Abstract

Background: Thrombocytopenia occurs in ~50% of pts with low/int-1 MDS and is associated with reduced survival; few therapies are available for thrombocytopenic MDS pts. In a PBO-controlled study, 250 pts with MDS were randomized 2:1 to receive weekly romiplostim or PBO. In the original June 2011 analysis, romiplostim reduced clinically significant bleeding events (HR romiplostim vs PBO 0.83, 95% CI: 0.66-1.05, P =0.13) and platelet transfusions (RR 0.77, 95% CI: 0.66-0.88, P <0.001) and increased IWG HI-P incidence (OR 15.6, 95% CI: 4.7-51.8, P <0.001). Peripheral blast count increases >10% were more frequent with romiplostim (25/167, 15%) than PBO (3/83, 3.7%) and resolved after discontinuation in most cases. In February 2011, the data monitoring committee recommended that treatment with study drug be discontinued over safety concerns that the potential benefit seen in the reduction of bleeding did not outweigh the potential risk for disease progression to AML, and that transient increases in blast cell counts might put pts at risk for diagnosis of and treatment for AML. Pts were then moved into the long-term follow-up (LTFU) portion of the study. Previously reported (Giagounidis et al, Cancer 2014) 58-week incidence of AML was 6.0% (n=10) for romiplostim and 4.9% for PBO (n=4); HR 1.20 (95% CI: 0.38-3.84). This report provides additional data on LTFU of these pts through January 2015, with emphasis on AML incidence.

Methods: Eligible pts had IPSS low/int-1 MDS and platelets 1) ≤20 × 109/L or 2) ≤50 × 109/L with a history of bleeding and were receiving only supportive care. Disease progression to AML was defined as 1) ≥20% blasts in bone marrow or peripheral blood after 4 weeks following discontinuation of romiplostim; 2) pathology consistent with leukemia, including chloroma or leukemia cutis; or 3) antileukemic treatment initiation. Results are presented by treatment group.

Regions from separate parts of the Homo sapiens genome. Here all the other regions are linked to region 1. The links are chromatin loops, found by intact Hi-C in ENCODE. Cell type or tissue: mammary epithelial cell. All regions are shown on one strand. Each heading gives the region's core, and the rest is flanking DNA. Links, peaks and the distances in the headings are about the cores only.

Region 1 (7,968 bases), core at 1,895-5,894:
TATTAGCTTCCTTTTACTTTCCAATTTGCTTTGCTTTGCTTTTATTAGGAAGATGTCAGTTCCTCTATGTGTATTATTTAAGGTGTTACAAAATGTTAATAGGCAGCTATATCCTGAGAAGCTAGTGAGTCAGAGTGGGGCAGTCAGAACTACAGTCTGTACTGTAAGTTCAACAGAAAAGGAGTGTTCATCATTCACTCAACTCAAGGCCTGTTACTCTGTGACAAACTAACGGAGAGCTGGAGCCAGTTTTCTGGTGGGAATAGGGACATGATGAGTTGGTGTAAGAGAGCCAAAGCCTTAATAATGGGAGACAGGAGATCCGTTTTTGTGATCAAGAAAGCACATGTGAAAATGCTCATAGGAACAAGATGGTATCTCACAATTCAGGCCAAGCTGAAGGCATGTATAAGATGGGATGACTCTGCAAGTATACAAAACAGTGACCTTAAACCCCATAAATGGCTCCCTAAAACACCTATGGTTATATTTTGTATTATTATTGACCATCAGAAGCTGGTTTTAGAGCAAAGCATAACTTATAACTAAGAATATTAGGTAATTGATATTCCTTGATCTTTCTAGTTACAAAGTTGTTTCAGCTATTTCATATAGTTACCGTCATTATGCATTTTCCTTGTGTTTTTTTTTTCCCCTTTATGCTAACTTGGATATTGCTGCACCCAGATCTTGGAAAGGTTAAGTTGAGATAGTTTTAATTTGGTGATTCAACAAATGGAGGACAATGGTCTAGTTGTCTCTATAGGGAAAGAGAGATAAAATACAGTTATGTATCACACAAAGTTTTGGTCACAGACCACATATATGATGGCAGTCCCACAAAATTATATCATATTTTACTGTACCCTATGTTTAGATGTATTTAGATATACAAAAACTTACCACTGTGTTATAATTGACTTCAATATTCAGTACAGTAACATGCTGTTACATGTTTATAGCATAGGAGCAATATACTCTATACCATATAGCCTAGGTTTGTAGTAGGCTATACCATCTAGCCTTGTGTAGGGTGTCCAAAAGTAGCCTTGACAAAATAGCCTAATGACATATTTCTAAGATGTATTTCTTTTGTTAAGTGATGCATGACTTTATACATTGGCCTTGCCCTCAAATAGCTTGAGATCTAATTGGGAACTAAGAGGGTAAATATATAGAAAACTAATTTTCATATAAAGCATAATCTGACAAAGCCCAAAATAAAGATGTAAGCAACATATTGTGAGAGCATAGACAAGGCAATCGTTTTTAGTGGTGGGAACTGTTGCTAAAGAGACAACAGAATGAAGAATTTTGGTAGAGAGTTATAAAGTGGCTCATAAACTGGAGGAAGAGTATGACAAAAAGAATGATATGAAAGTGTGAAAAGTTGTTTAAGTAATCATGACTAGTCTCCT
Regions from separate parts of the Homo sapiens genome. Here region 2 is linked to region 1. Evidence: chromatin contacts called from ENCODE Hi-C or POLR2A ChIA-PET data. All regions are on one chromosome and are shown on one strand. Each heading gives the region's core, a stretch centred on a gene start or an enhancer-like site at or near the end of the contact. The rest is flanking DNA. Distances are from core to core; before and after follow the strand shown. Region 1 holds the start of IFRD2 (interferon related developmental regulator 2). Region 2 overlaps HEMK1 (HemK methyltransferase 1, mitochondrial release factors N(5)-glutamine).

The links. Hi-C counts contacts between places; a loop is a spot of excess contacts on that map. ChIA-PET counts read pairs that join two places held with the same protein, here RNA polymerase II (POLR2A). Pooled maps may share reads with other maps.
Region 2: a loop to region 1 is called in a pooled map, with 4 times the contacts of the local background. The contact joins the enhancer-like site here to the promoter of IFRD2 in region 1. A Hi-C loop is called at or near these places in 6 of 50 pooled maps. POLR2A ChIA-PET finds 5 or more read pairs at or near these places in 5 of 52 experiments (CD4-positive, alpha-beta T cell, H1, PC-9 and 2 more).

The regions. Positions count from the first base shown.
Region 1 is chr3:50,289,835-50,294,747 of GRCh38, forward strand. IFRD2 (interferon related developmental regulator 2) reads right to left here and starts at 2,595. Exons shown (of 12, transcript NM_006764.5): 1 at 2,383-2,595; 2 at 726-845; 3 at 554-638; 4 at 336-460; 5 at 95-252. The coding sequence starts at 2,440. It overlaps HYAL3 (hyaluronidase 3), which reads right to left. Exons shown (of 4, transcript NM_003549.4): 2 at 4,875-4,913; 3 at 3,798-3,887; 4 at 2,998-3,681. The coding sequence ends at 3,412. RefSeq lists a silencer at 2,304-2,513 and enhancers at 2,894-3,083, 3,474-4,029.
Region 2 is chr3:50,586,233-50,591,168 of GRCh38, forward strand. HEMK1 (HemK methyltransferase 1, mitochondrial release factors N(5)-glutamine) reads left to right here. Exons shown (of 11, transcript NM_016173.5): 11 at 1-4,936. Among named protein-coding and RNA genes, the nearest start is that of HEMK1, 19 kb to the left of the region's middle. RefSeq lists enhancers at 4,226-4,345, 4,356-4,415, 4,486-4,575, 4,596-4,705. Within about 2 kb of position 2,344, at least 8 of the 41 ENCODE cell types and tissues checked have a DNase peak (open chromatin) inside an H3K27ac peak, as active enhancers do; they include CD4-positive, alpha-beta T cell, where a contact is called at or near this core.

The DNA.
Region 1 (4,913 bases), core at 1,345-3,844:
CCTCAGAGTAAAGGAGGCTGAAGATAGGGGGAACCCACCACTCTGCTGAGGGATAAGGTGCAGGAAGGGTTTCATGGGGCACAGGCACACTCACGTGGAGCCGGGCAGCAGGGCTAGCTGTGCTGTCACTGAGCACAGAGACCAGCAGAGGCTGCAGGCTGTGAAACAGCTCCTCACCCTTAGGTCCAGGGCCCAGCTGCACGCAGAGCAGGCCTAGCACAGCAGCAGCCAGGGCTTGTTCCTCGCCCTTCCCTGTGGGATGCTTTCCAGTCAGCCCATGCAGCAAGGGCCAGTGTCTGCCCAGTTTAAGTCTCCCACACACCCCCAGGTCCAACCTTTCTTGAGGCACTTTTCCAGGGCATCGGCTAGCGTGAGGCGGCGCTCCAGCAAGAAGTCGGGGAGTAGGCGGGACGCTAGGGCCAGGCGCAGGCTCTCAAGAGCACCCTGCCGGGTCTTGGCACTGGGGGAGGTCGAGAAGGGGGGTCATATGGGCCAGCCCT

Results: Of 250 pts in the study, 210 entered LTFU and 71 of these pts remained on study as of January 2015; median (Q1, Q3) follow-up was 27.5 (10.8, 50.2) months. Reasons for discontinuation (death, lost to follow-up, and consent withdrawal) during LTFU were similar in the romiplostim and PBO groups. During the active study period or during LTFU, death was reported in 89 (53.3%) pts in the romiplostim group and 44 (53.0%) pts in the PBO group (HR romiplostim vs PBO 1.01, 95% CI: 0.70-1.45) (Figure 1A); mortality rates were greater in those with int-1 vs low IPSS status for both groups (Table 1). AML was reported in 19 (11.3%) pts in the romiplostim group and 9 (11.0%) pts in the PBO group (HR 1.02, 95% CI: 0.46-2.27). The proportions of pts who either died or developed AML were 54.5% (n=91) in the romiplostim group and 54.2% (n=45) in the PBO group (HR for AML-free survival 1.03, 95% CI: 0.72-1.47) (Figure 1B). One half (n=14, 50%) of the 28 AML cases occurred in pts who were RAEB-1 at screening (none were RAEB-2), and 5 cases were diagnosed because of anti-AML treatment use alone (Table 2). In LTFU, pt-reported use of MDS therapy (eg, azacitidine or cyclosporine) in the romiplostim group was 42.8% (n=59, 95% CI: 34.4%-51.5%) and 28.2% (n=20, 95% CI: 18.1%-40.1%) in the PBO group. AML therapy (eg, chemotherapy) was used in 13 (9.5%) patients in the romiplostim group and 7 (9.9%) patients in the PBO group.